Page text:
An educational project exploring the relationship of electronic media and child health has been developed and implemented in a pediatric nursing course at a technical college. The goal of the project is to assist students in identifying, understanding, and creating ways for nurses to use, change, and maintain electronic media resources to promote and enhance child health.
The pediatric project builds on adult learning principles, is student-centered, and is connected to Healthy People 2010 initiatives (U.S. Department of Health and Human Services, n.d.). Exploring the influence of media on children for a pediatric assignment and course discussion creates an adult learning environment of inquiry and discovery that is pertinent to personal development, clinical practice, education, and cultural change. Components of the project that allow learners to be self-directed include choices of what media source and age level to explore and which of the resource Web sites provided will be used to gain new knowledge and meet individual learning needs.
Fater (2007) challenged instructors to broaden students’ perspectives about the nursing profession by introducing students to the social contexts of nursing and to initiatives that address health outside of the hospital setting. Healthy People 2010 initiatives related to childhood obesity, physical activity, and adolescent violence and safety are addressed while investigating technology’s influence on these child health issues.
The students are introduced to the child development theories of Erikson, Piaget, and Kohlberg, which they use as a framework for determining age appropriateness of the media and influences the media may have on the growth and development of children and parents. The project requires each student to watch and evaluate either two children’s television programs or one children’s television program and a video or computer game or a Web site designated for children.
Two different age groups must be targeted by the two different programs, games, or Web sites evaluated. The age groups are broken into preschool, school-age, or adolescent. Students are encouraged to have a child participate with them during the watching, playing, and evaluating of the media source explored to observe the child’s behavior, comments, and reactions while interacting with the electronic media content and source.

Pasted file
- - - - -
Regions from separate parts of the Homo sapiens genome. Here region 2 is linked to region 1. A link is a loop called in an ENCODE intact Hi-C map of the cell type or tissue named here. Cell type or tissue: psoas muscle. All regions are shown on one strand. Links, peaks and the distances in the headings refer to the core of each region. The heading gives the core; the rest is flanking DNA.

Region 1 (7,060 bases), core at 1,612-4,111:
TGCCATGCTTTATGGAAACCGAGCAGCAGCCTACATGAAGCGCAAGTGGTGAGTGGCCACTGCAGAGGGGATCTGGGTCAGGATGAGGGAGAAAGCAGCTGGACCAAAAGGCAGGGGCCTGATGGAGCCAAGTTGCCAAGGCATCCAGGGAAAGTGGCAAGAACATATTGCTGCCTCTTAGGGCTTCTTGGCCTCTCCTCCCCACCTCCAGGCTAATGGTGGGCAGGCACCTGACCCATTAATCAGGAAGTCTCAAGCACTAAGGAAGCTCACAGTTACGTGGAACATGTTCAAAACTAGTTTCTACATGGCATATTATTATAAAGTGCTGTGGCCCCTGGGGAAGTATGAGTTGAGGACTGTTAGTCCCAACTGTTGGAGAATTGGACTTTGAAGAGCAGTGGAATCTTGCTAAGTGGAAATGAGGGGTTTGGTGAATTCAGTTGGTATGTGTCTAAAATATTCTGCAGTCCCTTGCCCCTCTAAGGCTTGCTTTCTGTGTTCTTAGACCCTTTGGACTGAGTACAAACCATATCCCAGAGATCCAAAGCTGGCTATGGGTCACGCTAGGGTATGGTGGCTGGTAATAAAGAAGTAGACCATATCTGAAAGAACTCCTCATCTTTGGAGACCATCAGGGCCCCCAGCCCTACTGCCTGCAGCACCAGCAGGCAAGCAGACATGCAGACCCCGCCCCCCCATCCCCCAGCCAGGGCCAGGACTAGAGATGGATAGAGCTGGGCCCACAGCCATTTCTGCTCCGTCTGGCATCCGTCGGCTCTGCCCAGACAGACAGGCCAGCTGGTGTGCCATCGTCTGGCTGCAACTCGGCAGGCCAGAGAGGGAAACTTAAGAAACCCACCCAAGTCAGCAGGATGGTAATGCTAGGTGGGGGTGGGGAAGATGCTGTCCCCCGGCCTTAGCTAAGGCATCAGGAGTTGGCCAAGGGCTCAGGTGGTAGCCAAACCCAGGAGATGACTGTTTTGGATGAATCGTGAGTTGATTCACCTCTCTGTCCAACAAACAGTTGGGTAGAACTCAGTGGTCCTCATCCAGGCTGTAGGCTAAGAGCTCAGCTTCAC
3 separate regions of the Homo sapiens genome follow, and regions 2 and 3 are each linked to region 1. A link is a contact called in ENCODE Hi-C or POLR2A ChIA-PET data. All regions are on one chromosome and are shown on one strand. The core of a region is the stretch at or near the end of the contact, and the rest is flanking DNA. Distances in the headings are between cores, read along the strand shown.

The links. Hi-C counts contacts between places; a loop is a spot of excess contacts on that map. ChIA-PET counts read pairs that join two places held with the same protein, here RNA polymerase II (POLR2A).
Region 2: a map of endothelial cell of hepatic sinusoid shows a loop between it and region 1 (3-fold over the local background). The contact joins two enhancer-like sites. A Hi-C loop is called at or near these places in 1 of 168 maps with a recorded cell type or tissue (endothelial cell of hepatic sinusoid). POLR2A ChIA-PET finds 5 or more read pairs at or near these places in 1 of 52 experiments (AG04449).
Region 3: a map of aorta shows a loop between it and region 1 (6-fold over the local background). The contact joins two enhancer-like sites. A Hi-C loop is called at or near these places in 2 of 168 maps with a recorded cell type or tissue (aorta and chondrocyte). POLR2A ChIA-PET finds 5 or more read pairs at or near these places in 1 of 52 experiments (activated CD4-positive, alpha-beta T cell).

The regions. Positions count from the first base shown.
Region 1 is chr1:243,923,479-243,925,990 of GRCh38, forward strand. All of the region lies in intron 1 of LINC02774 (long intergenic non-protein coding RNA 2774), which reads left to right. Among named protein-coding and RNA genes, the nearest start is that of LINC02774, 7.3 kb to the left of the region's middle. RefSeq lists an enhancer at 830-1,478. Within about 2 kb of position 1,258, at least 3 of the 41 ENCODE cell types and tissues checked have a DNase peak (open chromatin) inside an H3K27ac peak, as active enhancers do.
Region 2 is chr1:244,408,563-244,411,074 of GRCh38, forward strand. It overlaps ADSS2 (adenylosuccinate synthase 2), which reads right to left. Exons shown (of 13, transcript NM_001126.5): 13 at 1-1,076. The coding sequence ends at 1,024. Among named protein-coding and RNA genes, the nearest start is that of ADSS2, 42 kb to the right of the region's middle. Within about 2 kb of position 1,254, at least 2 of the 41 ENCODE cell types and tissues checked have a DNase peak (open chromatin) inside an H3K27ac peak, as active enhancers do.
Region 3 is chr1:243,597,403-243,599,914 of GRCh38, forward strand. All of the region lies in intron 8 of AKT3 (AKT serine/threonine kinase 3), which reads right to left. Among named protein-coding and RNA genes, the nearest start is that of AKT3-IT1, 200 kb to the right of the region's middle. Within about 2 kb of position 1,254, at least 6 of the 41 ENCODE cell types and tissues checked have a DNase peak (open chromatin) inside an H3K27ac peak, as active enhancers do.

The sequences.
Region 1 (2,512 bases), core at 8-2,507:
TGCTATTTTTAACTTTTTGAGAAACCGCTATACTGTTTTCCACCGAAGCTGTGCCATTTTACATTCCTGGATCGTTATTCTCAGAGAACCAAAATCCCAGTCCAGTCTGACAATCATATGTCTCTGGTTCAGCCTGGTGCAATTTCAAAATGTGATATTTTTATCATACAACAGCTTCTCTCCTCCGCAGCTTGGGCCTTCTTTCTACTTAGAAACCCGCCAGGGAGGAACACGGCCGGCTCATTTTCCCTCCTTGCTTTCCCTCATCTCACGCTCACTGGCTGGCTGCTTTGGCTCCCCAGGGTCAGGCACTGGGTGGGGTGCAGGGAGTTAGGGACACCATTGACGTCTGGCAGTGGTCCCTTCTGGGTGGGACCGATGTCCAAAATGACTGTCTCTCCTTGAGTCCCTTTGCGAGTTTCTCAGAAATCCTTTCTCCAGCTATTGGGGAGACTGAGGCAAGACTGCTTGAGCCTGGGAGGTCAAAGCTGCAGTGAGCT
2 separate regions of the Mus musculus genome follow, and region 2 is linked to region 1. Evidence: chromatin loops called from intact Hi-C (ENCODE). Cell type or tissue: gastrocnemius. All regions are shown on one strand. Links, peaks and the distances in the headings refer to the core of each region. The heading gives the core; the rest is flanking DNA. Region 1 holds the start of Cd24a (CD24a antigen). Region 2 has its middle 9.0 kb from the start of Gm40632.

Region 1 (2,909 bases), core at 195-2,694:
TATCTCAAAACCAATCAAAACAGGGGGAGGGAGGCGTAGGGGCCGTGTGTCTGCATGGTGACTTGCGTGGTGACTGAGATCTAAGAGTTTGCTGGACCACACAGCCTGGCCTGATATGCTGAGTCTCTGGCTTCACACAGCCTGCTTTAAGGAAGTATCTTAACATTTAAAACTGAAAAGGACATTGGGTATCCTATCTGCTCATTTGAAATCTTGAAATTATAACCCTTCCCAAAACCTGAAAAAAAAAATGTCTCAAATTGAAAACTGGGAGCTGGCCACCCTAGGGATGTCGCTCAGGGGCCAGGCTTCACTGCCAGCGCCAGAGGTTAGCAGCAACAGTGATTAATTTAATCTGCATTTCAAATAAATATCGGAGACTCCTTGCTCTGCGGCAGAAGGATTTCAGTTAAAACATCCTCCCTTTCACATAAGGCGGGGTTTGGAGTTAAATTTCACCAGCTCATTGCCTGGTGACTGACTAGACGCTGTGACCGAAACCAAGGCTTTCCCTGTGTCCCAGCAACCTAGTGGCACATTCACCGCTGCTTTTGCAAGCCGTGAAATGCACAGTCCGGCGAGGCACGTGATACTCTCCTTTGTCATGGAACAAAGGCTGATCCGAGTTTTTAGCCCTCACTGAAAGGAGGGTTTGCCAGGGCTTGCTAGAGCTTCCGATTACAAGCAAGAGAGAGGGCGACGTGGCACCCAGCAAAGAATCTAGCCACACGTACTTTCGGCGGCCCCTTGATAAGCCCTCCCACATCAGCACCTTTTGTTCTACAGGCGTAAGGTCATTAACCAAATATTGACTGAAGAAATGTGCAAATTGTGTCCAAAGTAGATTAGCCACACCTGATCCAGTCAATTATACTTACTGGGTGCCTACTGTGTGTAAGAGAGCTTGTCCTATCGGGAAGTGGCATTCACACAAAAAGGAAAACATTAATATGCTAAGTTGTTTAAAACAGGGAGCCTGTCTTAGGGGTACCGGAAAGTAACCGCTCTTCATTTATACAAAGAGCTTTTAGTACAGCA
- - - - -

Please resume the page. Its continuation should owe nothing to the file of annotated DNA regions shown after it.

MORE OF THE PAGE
Questions are listed in the project outline given to students to assist in exploring and evaluating the media with regards to age appropriateness, growth and development concepts, meeting of legislation requirements for core educational television or media ratings, beneficial or potentially detrimental health and self-concept aspects, and how media and nursing can work together to influence health care.
Resource Web sites are listed in the project plan for students to explore on their own as needed to complete the project at the detailed level they determine to be sufficient. The student is to prepare an outline-formatted paper to be used for oral discussion in class and to be turned in to the instructor. Grading is based on participation, quality of information presented, creativeness of new ideas for using media to promote children’s health, and written answers exhibiting knowledge gained related to pediatrics and media influences on growth, development, and childhood well-being. The project represents 10% of the student’s total course grade.
This project has been successful in encouraging students to learn pediatric concepts by showing how these concepts can be used in areas outside of a pediatric nursing unit to promote child health. Students also discover answers to questions for continued learning, such as “What is the meaning and significance of this experience or topic to me as a nursing student?” and “How does this give me a different perspective of nursing’s responsibilities?” (Ironside, 2003, p. 126).…